The Department of Labor calls on the states to update their certification laws to give credit to military experience and education. A consistent barrier to civilian employment for many military veterans is a lack of proper certification. The Iraq and Afghanistan Veterans of America recently released their 7th Annual Survey of its members, which identified professional certification and education as significant barriers for finding gainful employment.
Specifically the Survey noted the following:
- Employed people were twice as likely to hold a certification as an unemployed person.
- More than three-quarters of health care and technical occupation workers had certifications.
- Certified individuals had a lower unemployment rate.
- Certifications coincide with higher earnings, 34 percent on average.
The DOL has been pushing states to adopt friendlier stances toward veterans to encourage employment. As part of this strategy, it engaged in a 18-month study with six states to identify problem areas and possible solutions.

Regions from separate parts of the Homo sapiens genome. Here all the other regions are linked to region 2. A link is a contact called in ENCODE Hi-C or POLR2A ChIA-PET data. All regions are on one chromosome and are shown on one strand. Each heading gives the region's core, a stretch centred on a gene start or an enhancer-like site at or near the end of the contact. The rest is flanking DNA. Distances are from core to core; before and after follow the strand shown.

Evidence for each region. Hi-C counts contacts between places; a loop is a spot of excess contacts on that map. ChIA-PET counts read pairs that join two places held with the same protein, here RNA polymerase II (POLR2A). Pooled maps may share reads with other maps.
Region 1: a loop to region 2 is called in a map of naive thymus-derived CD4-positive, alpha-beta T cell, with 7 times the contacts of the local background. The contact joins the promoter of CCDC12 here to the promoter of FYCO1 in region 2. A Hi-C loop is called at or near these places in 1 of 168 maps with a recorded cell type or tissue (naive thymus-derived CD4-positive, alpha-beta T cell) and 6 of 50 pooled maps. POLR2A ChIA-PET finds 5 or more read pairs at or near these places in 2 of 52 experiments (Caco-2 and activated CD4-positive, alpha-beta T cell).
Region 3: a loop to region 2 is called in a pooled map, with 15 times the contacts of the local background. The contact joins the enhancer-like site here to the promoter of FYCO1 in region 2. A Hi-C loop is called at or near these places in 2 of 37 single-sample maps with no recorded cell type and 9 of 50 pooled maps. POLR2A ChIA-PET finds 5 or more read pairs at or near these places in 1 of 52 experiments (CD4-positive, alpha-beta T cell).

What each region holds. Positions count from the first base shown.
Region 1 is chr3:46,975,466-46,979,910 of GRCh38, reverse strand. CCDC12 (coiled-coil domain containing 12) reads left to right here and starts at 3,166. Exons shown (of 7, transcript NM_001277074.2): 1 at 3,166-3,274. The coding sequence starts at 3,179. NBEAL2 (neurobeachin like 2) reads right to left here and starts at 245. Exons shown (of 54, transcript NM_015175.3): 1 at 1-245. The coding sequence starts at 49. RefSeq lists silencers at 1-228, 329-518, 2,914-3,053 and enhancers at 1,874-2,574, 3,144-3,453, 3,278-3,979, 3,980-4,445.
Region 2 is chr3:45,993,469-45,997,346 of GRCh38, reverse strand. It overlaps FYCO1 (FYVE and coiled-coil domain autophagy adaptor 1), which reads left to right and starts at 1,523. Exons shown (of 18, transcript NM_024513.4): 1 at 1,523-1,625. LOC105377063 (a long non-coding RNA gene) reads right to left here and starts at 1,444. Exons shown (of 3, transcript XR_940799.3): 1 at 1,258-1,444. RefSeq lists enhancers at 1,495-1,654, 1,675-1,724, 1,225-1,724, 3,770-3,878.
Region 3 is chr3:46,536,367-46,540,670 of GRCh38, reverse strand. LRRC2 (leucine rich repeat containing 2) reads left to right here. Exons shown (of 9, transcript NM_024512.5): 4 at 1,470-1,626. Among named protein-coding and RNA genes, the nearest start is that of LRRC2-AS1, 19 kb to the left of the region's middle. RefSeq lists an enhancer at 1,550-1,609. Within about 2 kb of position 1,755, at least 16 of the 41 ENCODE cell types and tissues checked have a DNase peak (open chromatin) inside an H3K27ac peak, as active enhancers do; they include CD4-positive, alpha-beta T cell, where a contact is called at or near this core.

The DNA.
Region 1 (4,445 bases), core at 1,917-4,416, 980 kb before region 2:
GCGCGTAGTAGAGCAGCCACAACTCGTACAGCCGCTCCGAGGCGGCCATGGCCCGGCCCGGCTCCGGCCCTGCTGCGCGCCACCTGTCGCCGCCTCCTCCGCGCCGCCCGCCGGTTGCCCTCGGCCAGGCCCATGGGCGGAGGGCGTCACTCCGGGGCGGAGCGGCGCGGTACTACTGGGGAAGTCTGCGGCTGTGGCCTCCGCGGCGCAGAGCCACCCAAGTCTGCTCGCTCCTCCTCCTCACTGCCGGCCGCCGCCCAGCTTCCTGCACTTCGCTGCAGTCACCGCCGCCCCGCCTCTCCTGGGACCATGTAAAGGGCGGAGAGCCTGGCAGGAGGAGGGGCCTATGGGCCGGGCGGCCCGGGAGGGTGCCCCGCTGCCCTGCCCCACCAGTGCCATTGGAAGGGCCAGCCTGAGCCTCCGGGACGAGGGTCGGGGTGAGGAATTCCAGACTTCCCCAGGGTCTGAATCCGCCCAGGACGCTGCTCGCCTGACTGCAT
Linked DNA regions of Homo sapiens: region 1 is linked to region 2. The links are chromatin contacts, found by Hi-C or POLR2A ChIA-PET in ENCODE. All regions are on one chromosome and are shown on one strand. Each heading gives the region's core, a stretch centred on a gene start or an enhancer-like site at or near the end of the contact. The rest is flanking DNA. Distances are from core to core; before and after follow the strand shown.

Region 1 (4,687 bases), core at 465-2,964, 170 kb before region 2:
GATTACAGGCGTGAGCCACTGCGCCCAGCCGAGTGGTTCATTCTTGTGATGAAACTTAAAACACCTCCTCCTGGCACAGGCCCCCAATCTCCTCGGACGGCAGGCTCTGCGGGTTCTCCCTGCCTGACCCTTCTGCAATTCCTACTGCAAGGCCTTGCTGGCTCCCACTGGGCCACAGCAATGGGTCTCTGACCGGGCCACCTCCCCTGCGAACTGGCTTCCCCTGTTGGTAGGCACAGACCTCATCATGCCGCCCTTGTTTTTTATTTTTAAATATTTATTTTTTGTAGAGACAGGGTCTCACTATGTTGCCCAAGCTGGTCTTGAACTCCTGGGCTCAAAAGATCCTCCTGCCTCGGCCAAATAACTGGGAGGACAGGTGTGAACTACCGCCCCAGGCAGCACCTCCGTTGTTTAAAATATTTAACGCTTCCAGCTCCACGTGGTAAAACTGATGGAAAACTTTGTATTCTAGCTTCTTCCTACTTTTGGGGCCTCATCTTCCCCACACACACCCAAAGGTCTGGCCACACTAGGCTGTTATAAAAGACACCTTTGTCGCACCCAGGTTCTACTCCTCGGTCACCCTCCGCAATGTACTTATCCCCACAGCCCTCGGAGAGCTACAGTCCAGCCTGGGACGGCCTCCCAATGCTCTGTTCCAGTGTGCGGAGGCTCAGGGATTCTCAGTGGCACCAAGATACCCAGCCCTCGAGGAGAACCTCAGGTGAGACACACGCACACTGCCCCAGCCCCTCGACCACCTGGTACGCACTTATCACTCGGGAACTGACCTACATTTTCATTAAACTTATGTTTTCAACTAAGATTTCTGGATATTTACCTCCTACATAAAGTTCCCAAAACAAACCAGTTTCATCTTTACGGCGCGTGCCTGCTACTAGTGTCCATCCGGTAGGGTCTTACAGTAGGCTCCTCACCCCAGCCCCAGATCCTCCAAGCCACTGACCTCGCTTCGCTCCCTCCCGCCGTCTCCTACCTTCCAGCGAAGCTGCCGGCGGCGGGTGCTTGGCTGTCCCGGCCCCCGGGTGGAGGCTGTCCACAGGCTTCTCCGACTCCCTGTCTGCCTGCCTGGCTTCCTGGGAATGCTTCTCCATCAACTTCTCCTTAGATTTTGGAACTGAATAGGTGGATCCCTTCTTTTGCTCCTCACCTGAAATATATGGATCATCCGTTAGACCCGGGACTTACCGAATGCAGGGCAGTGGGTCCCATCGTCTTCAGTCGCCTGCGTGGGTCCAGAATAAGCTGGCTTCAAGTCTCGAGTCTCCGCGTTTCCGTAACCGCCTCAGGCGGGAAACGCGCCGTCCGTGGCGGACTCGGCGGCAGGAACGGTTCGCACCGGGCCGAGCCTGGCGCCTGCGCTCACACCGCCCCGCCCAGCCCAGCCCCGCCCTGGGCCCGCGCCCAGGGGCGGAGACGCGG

It found that many civilian certification authorities require military personnel to engage in duplicative training. Moreover, that these authorities do not recognize military experience and documentation as valid to obtain certifications.
It appears that many veterans use their GI Bill education benefits to pay for this duplicative certification training. So if the states permitted veterans to use their training for civilian certifications, this could result in cost savings for the government or even encourage higher education among veterans.
If you believe that your employer has violated your rights then you may want to contact an attorney. As an employee you have rights to sick pay, a fair wage, safety and protection from discrimination. Additionally, your employer (and supervisor) is bound by any provisions in the employee handbook. An attorney can go over your situation and help ensure that your rights, and the rights of your co-workers, are respected.
Source: Department of Labor, "Getting Veterans the Credentials They've Earned," Mike Michaud, June 3, 2016